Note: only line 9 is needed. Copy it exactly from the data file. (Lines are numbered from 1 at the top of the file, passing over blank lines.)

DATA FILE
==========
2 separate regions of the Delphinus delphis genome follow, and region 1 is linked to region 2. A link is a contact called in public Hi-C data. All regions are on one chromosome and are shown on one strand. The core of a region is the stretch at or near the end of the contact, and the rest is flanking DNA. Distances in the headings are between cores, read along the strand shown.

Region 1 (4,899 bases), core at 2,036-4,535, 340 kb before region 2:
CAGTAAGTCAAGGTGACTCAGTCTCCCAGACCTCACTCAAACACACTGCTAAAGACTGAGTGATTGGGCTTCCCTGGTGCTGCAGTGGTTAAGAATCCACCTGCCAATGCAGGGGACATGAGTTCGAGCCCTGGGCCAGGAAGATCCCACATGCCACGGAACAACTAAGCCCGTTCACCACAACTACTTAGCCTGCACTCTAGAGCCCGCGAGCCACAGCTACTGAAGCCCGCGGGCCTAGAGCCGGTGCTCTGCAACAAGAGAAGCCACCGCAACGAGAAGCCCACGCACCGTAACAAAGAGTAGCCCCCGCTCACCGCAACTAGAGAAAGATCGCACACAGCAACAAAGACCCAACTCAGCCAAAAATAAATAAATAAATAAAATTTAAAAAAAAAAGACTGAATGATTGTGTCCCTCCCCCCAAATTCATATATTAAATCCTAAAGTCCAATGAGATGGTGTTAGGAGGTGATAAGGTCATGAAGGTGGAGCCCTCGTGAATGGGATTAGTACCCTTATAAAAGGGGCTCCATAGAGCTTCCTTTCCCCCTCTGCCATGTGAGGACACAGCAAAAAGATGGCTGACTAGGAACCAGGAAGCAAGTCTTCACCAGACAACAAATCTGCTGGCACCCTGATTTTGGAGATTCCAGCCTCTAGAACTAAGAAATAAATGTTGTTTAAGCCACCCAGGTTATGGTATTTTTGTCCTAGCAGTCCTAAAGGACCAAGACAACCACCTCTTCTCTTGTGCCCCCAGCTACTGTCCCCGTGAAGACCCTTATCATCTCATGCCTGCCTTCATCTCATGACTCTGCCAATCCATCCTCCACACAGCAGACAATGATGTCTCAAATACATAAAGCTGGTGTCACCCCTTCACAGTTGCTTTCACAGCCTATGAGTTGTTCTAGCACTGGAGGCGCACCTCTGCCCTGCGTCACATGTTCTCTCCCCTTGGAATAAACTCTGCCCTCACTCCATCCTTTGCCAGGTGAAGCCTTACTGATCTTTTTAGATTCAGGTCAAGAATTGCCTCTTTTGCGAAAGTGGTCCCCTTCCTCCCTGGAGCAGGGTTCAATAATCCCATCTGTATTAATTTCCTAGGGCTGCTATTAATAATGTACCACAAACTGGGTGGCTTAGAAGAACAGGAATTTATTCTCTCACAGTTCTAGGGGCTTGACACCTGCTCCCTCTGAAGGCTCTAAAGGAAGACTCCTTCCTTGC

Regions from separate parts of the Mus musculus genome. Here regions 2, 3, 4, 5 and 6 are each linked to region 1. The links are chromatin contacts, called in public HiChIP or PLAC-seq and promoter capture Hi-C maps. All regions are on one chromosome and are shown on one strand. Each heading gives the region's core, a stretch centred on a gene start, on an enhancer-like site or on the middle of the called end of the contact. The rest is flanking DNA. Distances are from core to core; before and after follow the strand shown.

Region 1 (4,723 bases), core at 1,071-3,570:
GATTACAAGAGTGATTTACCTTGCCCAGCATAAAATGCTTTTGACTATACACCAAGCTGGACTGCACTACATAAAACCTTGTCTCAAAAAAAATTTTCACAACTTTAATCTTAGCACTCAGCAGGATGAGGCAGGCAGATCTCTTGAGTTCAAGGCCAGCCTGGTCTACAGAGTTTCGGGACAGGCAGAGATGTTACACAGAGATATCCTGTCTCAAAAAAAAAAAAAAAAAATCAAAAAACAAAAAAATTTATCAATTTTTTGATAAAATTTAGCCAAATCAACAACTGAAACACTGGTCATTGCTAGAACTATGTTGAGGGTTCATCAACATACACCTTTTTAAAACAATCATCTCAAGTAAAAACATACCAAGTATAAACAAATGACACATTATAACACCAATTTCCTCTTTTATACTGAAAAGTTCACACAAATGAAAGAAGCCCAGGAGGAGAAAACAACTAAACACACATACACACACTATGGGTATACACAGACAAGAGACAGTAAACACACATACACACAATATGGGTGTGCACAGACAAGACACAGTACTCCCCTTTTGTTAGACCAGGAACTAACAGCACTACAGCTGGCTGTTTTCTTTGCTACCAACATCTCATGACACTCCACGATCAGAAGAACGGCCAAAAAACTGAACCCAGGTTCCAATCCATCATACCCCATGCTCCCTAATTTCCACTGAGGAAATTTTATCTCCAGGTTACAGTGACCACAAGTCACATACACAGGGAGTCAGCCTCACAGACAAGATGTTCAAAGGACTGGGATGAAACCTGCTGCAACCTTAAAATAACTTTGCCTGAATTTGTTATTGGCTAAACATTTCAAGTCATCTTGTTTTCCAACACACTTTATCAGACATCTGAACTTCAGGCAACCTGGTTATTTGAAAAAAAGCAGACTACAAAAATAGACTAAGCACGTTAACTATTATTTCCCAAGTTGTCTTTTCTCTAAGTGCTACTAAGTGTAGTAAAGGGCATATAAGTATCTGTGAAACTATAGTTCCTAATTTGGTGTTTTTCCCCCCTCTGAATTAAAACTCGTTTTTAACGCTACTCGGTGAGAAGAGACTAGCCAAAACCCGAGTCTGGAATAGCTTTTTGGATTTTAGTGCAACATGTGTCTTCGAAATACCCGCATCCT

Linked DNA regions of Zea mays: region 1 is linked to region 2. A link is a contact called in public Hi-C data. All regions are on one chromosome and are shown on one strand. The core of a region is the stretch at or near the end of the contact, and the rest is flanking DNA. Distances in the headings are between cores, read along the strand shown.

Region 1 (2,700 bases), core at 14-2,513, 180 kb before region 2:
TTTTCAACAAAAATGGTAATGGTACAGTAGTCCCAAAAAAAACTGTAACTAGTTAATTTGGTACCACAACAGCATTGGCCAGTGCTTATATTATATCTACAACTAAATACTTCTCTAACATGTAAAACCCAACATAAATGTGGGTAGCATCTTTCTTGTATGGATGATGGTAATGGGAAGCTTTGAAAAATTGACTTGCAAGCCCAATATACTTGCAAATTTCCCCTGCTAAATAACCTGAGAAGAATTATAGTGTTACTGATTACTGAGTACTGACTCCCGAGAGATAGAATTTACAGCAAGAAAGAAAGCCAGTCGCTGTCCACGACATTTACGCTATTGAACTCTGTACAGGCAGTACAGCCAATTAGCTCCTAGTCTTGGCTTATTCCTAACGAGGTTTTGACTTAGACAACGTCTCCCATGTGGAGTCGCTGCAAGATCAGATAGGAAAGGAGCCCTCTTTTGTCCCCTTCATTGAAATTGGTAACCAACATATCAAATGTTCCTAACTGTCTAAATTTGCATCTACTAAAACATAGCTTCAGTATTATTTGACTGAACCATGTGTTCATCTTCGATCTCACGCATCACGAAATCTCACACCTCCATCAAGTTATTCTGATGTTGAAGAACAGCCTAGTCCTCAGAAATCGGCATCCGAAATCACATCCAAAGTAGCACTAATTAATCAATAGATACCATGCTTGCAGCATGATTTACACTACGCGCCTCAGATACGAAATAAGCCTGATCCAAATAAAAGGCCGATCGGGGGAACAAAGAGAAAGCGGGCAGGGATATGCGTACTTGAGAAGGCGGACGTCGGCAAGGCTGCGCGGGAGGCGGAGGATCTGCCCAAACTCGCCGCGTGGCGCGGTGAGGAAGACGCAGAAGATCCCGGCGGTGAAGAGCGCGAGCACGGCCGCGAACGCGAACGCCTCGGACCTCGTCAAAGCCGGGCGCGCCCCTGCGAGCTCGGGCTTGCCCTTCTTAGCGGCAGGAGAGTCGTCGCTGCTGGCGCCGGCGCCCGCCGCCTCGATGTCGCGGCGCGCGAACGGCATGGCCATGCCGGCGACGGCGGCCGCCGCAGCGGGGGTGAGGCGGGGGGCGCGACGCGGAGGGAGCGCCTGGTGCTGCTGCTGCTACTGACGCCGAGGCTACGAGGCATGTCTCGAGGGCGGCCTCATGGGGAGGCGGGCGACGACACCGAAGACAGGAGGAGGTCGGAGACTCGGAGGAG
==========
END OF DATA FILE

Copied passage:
TTTTCAACAAAAATGGTAATGGTACAGTAGTCCCAAAAAAAACTGTAACTAGTTAATTTGGTACCACAACAGCATTGGCCAGTGCTTATATTATATCTACAACTAAATACTTCTCTAACATGTAAAACCCAACATAAATGTGGGTAGCATCTTTCTTGTATGGATGATGGTAATGGGAAGCTTTGAAAAATTGACTTGCAAGCCCAATATACTTGCAAATTTCCCCTGCTAAATAACCTGAGAAGAATTATAGTGTTACTGATTACTGAGTACTGACTCCCGAGAGATAGAATTTACAGCAAGAAAGAAAGCCAGTCGCTGTCCACGACATTTACGCTATTGAACTCTGTACAGGCAGTACAGCCAATTAGCTCCTAGTCTTGGCTTATTCCTAACGAGGTTTTGACTTAGACAACGTCTCCCATGTGGAGTCGCTGCAAGATCAGATAGGAAAGGAGCCCTCTTTTGTCCCCTTCATTGAAATTGGTAACCAACATATCAAATGTTCCTAACTGTCTAAATTTGCATCTACTAAAACATAGCTTCAGTATTATTTGACTGAACCATGTGTTCATCTTCGATCTCACGCATCACGAAATCTCACACCTCCATCAAGTTATTCTGATGTTGAAGAACAGCCTAGTCCTCAGAAATCGGCATCCGAAATCACATCCAAAGTAGCACTAATTAATCAATAGATACCATGCTTGCAGCATGATTTACACTACGCGCCTCAGATACGAAATAAGCCTGATCCAAATAAAAGGCCGATCGGGGGAACAAAGAGAAAGCGGGCAGGGATATGCGTACTTGAGAAGGCGGACGTCGGCAAGGCTGCGCGGGAGGCGGAGGATCTGCCCAAACTCGCCGCGTGGCGCGGTGAGGAAGACGCAGAAGATCCCGGCGGTGAAGAGCGCGAGCACGGCCGCGAACGCGAACGCCTCGGACCTCGTCAAAGCCGGGCGCGCCCCTGCGAGCTCGGGCTTGCCCTTCTTAGCGGCAGGAGAGTCGTCGCTGCTGGCGCCGGCGCCCGCCGCCTCGATGTCGCGGCGCGCGAACGGCATGGCCATGCCGGCGACGGCGGCCGCCGCAGCGGGGGTGAGGCGGGGGGCGCGACGCGGAGGGAGCGCCTGGTGCTGCTGCTGCTACTGACGCCGAGGCTACGAGGCATGTCTCGAGGGCGGCCTCATGGGGAGGCGGGCGACGACACCGAAGACAGGAGGAGGTCGGAGACTCGGAGGAG